By Nigel Swift.
It’s hard to report on something you haven’t visited before and which is partly no longer there. But that’s how it is. By all accounts the Southern circle was the best preserved of the four, with most of its ditch and bank easily visible. Now, I’m afraid, taking the circle as a clock dial with the North at 12 o’clock, there is simply nothing left of either the ditch or the bank between about 4 o’clock and 8 o’clock. It is just flat. It appears from the tracks and the re-seeding it was done by using a bulldozer not many weeks ago.
There are two massive piles of stones in the field, one comprising modern builders’ rubble and one just stones. It’s possible that the latter came from the core of the henge wall but I have no way of knowing.
A stone wall on the Eastern boundary of the field in question bisects the circle so the destruction stops at this point (4 o’clock) leaving the circle on the neighbouring land untouched. The effect is to leave an exposed cross section of the henge wall within the stone boundary wall, giving a clear view of the ruthlessness of the demolition.
The henge wall also now comes to a similar sudden end on the other side of the circle, at about 8 o’clock…
Looking North (showing the henge wall that remains)
Looking South (to where the henge wall has been for 4,000 years but isn’t now)
What’s to be done? Precious little other than grin and bear it I suspect – apart from deal with the culprit. I’d be surprised if anyone else can be blamed – for who can anticipate what someone might do in an afternoon with a bulldozer?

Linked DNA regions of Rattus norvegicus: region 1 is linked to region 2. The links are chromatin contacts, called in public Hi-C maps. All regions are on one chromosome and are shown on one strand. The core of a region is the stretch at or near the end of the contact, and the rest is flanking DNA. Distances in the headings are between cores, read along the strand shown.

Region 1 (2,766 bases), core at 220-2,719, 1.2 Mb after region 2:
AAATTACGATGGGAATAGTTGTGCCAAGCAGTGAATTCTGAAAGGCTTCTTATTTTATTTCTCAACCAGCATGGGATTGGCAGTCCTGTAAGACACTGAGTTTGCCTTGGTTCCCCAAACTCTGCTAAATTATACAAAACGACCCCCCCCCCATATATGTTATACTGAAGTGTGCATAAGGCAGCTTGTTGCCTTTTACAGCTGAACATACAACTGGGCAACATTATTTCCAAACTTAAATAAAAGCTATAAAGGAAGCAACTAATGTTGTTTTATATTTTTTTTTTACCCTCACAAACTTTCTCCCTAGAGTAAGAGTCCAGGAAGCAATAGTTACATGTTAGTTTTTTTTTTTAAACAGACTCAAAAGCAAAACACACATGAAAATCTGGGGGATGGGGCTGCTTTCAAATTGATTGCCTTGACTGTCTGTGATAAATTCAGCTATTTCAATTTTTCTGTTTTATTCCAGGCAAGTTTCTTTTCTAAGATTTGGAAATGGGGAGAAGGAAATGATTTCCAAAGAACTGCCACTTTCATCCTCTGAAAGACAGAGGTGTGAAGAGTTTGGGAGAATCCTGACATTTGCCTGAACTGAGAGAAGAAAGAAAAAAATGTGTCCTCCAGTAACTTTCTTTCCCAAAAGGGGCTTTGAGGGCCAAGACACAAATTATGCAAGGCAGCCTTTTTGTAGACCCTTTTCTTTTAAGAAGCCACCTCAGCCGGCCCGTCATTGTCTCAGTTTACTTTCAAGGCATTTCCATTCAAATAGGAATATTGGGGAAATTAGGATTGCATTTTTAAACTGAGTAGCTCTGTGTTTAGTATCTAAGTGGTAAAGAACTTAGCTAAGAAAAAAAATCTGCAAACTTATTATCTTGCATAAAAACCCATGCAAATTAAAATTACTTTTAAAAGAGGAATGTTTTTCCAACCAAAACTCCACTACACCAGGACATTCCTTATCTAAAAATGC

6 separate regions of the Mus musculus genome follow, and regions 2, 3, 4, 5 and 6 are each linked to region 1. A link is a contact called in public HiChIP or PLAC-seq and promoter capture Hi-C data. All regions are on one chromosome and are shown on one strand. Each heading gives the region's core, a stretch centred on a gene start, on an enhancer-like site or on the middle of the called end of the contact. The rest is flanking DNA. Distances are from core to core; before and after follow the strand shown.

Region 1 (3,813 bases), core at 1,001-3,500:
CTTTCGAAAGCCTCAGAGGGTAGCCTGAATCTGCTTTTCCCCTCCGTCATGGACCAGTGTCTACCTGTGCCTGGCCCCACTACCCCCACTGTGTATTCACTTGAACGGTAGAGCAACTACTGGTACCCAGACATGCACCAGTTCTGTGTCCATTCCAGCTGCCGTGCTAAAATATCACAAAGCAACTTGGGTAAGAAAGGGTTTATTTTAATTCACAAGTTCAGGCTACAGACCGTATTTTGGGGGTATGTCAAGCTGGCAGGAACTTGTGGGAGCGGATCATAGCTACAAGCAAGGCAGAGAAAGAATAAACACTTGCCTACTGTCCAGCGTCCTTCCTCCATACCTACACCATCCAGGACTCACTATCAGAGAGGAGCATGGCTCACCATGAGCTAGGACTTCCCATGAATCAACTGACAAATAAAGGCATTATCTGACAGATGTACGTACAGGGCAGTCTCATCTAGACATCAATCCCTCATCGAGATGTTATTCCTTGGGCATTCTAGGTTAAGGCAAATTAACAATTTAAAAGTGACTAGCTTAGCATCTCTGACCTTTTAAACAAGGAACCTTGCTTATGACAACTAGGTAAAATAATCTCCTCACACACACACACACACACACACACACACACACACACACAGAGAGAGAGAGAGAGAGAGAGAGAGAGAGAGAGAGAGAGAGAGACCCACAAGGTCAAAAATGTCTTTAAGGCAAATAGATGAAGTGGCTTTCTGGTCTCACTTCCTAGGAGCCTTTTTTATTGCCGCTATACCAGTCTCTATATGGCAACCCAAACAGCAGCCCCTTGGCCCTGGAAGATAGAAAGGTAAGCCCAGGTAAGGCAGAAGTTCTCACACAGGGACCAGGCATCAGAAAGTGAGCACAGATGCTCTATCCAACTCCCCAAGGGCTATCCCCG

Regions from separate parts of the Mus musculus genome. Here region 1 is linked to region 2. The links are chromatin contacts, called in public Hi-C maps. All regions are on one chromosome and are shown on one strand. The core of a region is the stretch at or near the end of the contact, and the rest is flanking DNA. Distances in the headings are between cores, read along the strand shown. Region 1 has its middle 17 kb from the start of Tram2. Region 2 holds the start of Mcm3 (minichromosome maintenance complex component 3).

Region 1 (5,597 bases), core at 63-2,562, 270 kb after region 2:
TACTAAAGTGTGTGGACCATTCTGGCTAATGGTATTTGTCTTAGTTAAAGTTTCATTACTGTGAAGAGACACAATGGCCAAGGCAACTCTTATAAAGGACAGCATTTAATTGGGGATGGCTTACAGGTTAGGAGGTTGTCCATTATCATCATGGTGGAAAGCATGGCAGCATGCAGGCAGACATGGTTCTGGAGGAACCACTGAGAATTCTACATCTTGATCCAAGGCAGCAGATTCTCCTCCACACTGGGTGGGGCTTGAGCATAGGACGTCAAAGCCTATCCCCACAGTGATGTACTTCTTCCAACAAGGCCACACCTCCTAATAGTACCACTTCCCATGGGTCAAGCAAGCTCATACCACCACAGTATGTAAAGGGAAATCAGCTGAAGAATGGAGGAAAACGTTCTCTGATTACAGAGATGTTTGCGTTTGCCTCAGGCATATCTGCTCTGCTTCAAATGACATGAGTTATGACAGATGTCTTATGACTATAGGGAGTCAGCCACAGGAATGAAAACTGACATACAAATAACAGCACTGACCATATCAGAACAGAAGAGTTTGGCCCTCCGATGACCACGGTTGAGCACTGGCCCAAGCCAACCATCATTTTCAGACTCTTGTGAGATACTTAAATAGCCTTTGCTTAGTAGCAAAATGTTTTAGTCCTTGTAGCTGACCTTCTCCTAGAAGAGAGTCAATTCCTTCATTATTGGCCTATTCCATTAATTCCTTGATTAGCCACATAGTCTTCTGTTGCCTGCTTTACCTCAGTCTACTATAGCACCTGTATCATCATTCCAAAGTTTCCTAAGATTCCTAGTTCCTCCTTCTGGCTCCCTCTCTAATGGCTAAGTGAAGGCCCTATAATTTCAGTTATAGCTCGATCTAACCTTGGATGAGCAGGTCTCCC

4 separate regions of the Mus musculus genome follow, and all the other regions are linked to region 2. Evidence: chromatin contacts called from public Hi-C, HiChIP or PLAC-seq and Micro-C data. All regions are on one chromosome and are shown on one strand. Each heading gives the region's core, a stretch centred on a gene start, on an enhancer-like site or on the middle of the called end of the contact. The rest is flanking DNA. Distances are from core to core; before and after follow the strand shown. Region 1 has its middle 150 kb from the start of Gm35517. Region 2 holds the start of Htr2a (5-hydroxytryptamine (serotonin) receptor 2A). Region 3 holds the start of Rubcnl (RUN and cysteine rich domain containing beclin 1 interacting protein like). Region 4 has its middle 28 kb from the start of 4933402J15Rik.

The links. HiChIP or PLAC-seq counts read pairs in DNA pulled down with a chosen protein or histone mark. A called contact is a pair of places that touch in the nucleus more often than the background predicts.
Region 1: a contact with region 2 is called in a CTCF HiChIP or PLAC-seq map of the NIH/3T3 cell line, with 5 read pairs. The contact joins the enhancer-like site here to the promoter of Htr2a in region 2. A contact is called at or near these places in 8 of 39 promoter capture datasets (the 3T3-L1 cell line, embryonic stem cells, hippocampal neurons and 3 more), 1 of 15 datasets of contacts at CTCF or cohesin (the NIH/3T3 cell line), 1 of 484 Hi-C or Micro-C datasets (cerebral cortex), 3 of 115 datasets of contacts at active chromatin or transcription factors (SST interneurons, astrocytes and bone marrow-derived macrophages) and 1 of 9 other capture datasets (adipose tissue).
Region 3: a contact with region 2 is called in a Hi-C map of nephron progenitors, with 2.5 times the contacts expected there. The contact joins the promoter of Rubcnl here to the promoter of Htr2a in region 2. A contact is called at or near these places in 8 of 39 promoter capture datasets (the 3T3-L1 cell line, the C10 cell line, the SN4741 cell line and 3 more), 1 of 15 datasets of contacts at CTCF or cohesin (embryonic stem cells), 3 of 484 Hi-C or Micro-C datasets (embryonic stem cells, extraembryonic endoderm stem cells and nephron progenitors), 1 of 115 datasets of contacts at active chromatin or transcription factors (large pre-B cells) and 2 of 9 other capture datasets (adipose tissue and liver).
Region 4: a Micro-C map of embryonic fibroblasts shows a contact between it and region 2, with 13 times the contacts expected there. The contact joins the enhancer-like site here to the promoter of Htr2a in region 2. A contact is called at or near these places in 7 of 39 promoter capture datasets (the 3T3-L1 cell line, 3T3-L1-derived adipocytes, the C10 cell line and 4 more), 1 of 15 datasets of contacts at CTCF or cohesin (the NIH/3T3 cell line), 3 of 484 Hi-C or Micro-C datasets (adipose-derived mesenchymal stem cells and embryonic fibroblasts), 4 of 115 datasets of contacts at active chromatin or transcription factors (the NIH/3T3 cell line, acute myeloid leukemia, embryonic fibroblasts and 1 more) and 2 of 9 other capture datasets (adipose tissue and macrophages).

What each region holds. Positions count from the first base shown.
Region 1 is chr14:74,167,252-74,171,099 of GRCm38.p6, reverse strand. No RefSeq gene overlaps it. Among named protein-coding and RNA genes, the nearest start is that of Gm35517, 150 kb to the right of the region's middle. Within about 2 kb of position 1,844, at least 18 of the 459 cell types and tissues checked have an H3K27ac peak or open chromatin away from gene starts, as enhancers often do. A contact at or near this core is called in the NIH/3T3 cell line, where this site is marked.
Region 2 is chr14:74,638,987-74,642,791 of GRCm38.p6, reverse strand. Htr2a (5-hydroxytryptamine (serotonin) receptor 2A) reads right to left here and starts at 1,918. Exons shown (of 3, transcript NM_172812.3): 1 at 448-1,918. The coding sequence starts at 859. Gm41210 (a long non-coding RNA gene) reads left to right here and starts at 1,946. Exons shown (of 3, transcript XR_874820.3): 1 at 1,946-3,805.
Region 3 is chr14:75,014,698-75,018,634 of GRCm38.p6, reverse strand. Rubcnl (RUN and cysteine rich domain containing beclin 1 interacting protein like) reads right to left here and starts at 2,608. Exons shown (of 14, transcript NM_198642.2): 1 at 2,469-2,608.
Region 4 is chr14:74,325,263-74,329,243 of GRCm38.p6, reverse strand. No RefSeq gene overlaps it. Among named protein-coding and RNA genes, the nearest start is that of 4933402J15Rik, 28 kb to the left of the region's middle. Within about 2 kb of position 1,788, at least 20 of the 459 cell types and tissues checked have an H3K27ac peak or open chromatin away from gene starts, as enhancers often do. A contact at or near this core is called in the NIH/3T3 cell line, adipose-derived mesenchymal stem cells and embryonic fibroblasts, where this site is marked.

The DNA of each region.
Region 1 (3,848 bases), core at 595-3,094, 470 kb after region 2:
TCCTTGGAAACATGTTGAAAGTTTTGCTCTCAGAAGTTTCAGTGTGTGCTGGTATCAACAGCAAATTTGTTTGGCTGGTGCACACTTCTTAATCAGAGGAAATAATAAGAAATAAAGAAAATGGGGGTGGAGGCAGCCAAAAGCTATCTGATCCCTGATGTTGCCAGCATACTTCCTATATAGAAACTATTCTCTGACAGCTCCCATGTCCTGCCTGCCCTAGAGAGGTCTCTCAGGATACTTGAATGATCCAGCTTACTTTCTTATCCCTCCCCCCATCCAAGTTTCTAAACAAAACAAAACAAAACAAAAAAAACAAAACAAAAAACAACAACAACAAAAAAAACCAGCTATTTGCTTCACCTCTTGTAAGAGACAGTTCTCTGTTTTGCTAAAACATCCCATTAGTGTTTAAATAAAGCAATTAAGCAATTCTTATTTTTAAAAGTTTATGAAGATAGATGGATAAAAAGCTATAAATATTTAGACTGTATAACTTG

It had crossed my mind that someone could be required to build a replica of the missing parts, at huge expense, but on balance that may not be the best way forward. There’s something almost spooky about the look and feel of the area that has been scraped and recently re-seeded. It reminded me very strongly of my visit seven years ago to that other multiple set of henges which also happen to have been treated with contempt by this century – at Thornborough. There, it’s the surroundings not the actual henges that have been destroyed and an attempt to “restore” them has been made but with a marked lack of success in my perception at least as I thought the restored areas radiated deadness, with all the charm of a verge in front of municipal offices. Of course, they WERE dead and gone, other than in some electronic file far away, as is part of the Priddy monument.
So maybe heritage crime scenes shouldn’t be prettified and should stay as a vivid example to others who might otherwise think such behaviour wasn’t all that bad and easily rectified. Instead, maybe a massive donation towards the care of other prehistoric sites would be appropriate. Oh, and the donation of all four Priddy circles to the nation together with full access rights for the public, and a sum of money to look after them in perpetuity of course. That seems like a no-brainer in all the circumstances.
For previous article on Priddy see – http://heritageaction.wordpress.com/2011/06/21/priddy-circle-damage-and-destruction/